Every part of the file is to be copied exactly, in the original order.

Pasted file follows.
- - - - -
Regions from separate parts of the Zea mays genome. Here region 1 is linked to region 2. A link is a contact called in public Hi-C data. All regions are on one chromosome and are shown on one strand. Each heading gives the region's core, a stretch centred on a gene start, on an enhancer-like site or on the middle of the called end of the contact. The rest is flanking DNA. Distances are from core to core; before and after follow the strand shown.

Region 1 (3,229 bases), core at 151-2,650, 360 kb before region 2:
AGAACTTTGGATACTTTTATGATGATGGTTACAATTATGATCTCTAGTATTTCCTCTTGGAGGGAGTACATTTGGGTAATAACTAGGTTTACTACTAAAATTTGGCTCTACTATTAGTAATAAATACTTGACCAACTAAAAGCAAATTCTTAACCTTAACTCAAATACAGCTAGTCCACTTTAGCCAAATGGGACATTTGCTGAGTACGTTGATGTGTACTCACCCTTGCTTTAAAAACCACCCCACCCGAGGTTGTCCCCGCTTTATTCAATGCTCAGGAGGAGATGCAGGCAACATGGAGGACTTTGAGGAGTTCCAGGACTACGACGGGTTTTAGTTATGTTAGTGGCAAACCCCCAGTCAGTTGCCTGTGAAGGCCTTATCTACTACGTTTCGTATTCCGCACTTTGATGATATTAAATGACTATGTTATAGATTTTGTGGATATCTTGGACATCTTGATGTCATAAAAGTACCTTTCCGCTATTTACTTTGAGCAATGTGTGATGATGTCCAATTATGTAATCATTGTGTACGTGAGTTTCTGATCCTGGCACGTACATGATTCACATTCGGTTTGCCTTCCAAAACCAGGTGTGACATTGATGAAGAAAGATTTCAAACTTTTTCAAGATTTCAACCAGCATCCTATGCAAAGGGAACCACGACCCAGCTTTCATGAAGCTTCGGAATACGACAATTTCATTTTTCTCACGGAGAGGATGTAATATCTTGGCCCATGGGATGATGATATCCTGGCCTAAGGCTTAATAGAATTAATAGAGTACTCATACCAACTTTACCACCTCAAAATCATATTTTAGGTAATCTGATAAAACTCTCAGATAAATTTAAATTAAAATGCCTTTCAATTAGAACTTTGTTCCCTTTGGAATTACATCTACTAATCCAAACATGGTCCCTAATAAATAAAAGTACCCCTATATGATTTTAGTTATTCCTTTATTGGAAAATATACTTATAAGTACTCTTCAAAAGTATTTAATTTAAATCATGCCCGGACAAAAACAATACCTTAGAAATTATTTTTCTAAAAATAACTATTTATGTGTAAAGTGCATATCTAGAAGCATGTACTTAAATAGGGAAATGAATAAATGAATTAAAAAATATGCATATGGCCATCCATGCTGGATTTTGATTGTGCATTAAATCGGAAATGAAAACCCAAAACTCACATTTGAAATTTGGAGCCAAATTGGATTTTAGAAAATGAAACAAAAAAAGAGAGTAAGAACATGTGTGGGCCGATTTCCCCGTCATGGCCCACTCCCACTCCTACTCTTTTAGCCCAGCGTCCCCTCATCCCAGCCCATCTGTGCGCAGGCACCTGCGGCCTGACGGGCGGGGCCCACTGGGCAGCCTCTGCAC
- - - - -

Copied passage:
Regions from separate parts of the Zea mays genome. Here region 1 is linked to region 2. A link is a contact called in public Hi-C data. All regions are on one chromosome and are shown on one strand. Each heading gives the region's core, a stretch centred on a gene start, on an enhancer-like site or on the middle of the called end of the contact. The rest is flanking DNA. Distances are from core to core; before and after follow the strand shown.

Region 1 (3,229 bases), core at 151-2,650, 360 kb before region 2:
AGAACTTTGGATACTTTTATGATGATGGTTACAATTATGATCTCTAGTATTTCCTCTTGGAGGGAGTACATTTGGGTAATAACTAGGTTTACTACTAAAATTTGGCTCTACTATTAGTAATAAATACTTGACCAACTAAAAGCAAATTCTTAACCTTAACTCAAATACAGCTAGTCCACTTTAGCCAAATGGGACATTTGCTGAGTACGTTGATGTGTACTCACCCTTGCTTTAAAAACCACCCCACCCGAGGTTGTCCCCGCTTTATTCAATGCTCAGGAGGAGATGCAGGCAACATGGAGGACTTTGAGGAGTTCCAGGACTACGACGGGTTTTAGTTATGTTAGTGGCAAACCCCCAGTCAGTTGCCTGTGAAGGCCTTATCTACTACGTTTCGTATTCCGCACTTTGATGATATTAAATGACTATGTTATAGATTTTGTGGATATCTTGGACATCTTGATGTCATAAAAGTACCTTTCCGCTATTTACTTTGAGCAATGTGTGATGATGTCCAATTATGTAATCATTGTGTACGTGAGTTTCTGATCCTGGCACGTACATGATTCACATTCGGTTTGCCTTCCAAAACCAGGTGTGACATTGATGAAGAAAGATTTCAAACTTTTTCAAGATTTCAACCAGCATCCTATGCAAAGGGAACCACGACCCAGCTTTCATGAAGCTTCGGAATACGACAATTTCATTTTTCTCACGGAGAGGATGTAATATCTTGGCCCATGGGATGATGATATCCTGGCCTAAGGCTTAATAGAATTAATAGAGTACTCATACCAACTTTACCACCTCAAAATCATATTTTAGGTAATCTGATAAAACTCTCAGATAAATTTAAATTAAAATGCCTTTCAATTAGAACTTTGTTCCCTTTGGAATTACATCTACTAATCCAAACATGGTCCCTAATAAATAAAAGTACCCCTATATGATTTTAGTTATTCCTTTATTGGAAAATATACTTATAAGTACTCTTCAAAAGTATTTAATTTAAATCATGCCCGGACAAAAACAATACCTTAGAAATTATTTTTCTAAAAATAACTATTTATGTGTAAAGTGCATATCTAGAAGCATGTACTTAAATAGGGAAATGAATAAATGAATTAAAAAATATGCATATGGCCATCCATGCTGGATTTTGATTGTGCATTAAATCGGAAATGAAAACCCAAAACTCACATTTGAAATTTGGAGCCAAATTGGATTTTAGAAAATGAAACAAAAAAAGAGAGTAAGAACATGTGTGGGCCGATTTCCCCGTCATGGCCCACTCCCACTCCTACTCTTTTAGCCCAGCGTCCCCTCATCCCAGCCCATCTGTGCGCAGGCACCTGCGGCCTGACGGGCGGGGCCCACTGGGCAGCCTCTGCAC